At the Southern California campus of Corinthian’s Everest College, an associate of science degree in paralegal studies cost about $41,000; meanwhile, at Santa Ana College, a nearby public community college, the same program cost about $2,400, according to the Senate report. The Corinthian school charged $23,000 for a medical assistant program, while at nearby Orange Coast College, the cost was less than $3,700.
Few Corinthian students could afford those fees. Often, they were young and poor: A 2011 survey said 35 percent had household incomes of less than $10,000, records show.
As a result, most Corinthian students qualified for financial aid – typically a package that combined a federal grant with a hefty federal student loan and a high-interest private loan to make up the rest of the cost.
Because so many Corinthian students qualified for aid, most of the company’s revenue came from federal education funds. In 2010, for example, $1.4 billion of $1.7 billion in revenue came from federal taxpayers, Senate investigators wrote.
According to internal company documents obtained by California investigators, Corinthian targeted low-income people in its recruiting – focusing especially on single parents who were living near the federal poverty level and had poor job prospects.
These prospective students were described in internal company documents as “isolated” and “impatient” people with “low self-esteem,” who had “few people in their lives who care about them” and who were “stuck” and “unable to see and plan well for future.” They were thought to be especially susceptible to Corinthian’s sales pitch.
The company sought out these students through relentless internet and telemarketing campaigns and television ads on the Jerry Springer and Maury Povich tabloid talk shows.
Many Corinthian admissions officers were former telemarketers, records show. The company regarded them as salespeople, a training manual emphasized; interactions with prospective students were focused not on finding an educational program that fit a student’s needs, but on “closing the sale.”
When prospects expressed interest, recruiters moved aggressively to reel them in, with a barrage of boiler room-style phone calls and intense face-to-face contact.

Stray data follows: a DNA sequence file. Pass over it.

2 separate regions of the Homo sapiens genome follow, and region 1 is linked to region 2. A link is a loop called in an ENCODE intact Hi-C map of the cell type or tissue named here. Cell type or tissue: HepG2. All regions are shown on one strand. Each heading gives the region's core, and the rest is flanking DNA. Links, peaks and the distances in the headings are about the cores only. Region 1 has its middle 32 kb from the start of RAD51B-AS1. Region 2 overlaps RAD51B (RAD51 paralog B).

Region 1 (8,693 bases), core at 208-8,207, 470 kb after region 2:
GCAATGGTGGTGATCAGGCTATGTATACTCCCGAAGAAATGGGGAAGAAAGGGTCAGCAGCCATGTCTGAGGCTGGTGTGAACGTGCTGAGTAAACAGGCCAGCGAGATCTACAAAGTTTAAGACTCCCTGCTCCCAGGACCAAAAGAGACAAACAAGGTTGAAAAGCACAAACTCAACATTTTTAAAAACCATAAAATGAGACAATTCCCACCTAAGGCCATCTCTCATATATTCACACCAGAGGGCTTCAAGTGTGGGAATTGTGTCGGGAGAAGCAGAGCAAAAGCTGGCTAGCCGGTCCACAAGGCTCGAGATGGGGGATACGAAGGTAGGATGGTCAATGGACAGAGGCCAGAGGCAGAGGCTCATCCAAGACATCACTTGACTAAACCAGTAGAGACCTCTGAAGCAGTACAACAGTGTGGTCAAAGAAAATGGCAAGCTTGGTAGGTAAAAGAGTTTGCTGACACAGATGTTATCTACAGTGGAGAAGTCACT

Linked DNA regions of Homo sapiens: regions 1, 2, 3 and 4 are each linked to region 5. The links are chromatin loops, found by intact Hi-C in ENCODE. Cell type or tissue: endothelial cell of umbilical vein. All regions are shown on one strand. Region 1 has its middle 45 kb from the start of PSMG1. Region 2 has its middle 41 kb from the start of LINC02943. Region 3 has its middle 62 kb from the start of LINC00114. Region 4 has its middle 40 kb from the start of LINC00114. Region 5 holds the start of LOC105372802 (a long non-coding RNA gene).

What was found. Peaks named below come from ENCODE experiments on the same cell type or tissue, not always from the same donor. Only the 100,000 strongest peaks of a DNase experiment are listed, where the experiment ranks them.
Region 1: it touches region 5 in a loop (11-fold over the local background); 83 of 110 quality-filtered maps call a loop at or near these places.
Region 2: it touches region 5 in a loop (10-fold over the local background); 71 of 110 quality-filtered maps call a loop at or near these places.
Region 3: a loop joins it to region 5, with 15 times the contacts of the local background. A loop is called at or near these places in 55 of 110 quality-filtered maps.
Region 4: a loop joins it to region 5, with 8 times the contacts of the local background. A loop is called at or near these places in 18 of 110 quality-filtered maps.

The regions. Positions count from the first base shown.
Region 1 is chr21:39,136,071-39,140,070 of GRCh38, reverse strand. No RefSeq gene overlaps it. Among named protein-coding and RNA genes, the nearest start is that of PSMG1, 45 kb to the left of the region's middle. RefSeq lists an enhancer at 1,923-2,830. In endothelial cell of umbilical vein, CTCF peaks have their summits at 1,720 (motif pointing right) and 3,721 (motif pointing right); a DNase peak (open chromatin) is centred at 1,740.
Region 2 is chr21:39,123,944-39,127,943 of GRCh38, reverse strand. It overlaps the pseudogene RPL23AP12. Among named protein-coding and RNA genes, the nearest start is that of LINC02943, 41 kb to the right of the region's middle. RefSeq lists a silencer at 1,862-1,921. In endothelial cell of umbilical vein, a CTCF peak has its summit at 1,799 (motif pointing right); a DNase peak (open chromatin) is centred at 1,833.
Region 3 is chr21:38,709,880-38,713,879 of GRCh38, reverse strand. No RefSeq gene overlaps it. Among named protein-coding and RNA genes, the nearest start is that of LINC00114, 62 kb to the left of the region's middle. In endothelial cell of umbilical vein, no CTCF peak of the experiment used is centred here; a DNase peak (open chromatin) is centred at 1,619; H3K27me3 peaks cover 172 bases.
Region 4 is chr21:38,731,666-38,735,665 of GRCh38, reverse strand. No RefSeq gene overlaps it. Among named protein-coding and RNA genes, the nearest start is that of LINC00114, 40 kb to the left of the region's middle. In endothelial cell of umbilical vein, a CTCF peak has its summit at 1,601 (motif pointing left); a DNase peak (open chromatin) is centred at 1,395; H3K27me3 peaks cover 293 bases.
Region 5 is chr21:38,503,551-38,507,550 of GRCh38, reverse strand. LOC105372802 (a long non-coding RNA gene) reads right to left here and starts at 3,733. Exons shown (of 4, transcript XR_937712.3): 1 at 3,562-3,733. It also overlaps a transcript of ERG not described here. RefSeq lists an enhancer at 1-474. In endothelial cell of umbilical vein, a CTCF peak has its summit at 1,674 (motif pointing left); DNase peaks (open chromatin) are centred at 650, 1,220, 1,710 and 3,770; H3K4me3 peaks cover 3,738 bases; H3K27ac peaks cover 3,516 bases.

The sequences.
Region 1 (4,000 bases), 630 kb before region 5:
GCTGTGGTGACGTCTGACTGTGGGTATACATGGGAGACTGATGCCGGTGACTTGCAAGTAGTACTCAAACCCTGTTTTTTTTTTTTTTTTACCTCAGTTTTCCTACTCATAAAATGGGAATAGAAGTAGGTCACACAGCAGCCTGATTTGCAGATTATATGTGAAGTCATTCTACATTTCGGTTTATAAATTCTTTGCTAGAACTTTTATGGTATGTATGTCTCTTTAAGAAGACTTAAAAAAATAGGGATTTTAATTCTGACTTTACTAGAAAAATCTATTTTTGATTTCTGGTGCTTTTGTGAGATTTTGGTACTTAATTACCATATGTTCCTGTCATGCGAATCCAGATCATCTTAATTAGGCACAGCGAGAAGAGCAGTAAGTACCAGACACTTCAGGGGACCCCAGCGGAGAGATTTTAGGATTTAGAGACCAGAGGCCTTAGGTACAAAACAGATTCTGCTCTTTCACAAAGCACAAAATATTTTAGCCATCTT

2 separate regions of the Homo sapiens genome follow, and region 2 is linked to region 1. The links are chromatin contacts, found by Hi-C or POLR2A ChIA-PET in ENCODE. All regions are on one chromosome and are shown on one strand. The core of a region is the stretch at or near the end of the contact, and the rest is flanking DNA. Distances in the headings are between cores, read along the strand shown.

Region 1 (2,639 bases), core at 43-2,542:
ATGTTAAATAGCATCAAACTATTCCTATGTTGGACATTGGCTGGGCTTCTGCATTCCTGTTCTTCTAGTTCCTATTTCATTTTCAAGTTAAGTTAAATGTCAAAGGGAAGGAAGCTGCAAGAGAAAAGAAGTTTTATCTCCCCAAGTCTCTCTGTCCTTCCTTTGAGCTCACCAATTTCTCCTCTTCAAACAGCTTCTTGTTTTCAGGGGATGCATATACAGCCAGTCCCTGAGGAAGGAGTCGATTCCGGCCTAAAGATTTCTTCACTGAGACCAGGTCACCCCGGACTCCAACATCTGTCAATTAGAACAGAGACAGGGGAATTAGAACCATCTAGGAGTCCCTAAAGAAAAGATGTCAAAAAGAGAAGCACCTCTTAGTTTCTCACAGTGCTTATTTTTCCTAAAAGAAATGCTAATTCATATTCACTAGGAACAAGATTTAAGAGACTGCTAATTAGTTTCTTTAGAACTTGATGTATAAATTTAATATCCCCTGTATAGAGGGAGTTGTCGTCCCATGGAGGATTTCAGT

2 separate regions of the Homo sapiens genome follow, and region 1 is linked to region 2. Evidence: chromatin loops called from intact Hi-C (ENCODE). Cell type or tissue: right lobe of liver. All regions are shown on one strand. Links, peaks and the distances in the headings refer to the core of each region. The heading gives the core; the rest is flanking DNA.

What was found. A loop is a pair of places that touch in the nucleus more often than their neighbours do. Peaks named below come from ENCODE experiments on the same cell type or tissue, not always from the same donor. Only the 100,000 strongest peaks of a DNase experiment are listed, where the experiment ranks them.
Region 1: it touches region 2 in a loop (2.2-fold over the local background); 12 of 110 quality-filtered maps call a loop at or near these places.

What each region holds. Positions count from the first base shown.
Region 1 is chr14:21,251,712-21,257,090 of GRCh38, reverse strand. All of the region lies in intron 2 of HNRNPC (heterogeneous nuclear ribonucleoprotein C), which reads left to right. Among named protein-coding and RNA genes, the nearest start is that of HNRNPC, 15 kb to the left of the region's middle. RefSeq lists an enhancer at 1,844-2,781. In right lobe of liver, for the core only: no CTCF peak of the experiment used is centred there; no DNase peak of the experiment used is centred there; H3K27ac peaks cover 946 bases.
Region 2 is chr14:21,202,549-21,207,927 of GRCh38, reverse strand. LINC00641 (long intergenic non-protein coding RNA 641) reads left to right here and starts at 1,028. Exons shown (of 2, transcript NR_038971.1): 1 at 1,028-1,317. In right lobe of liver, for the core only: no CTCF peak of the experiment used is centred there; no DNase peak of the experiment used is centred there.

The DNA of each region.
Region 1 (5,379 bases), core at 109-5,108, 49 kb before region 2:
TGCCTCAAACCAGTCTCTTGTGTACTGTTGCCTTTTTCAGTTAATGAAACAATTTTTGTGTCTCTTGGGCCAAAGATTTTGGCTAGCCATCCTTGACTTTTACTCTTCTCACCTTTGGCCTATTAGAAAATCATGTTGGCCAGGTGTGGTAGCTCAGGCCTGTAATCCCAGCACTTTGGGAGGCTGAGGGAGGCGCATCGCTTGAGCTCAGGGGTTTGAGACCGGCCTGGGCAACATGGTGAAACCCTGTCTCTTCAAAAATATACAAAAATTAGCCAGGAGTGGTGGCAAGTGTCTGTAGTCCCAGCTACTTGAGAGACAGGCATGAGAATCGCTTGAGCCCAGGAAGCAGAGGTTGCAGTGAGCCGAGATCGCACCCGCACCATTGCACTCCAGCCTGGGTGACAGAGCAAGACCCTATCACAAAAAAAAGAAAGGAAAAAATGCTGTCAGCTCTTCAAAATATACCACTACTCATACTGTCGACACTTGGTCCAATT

If a prospect entered the admissions office at Corinthian’s Everest College in Melrose Park, Illinois, recruiters were trained to keep them there “until they had enrolled,” federal investigators said.
Often, recruiters used pressure tactics designed to exploit perceived psychological weaknesses: Parents would be told that a Corinthian education was “their best or only chance to help their children,” federal regulators said in their lawsuit.
The promise of career success was at the heart of the recruitment pitch. Recruiters marshaled impressive statistics to buttress their claims that a Corinthian education promised “a better career, a better life, a better way to get there,” as advertisements put it. But key assertions in the sales pitch just weren’t true, regulators said.
In millions of online and mobile ads in California, Corinthian offered job training for X-ray, dialysis, radiology and ultrasound technicians, according to the attorney general’s lawsuit; actually, none of the Corinthian schools in the state had such programs.
To lure veterans, the company sometimes decorated ads with the official seals of the U.S. armed forces – falsely implying that the schools were endorsed by the military, the attorney general found.
Meanwhile, the statistics undergirding Corinthian’s promise of future career success – numbers showing sky-high job placement rates – were padded or faked, regulators said in lawsuits.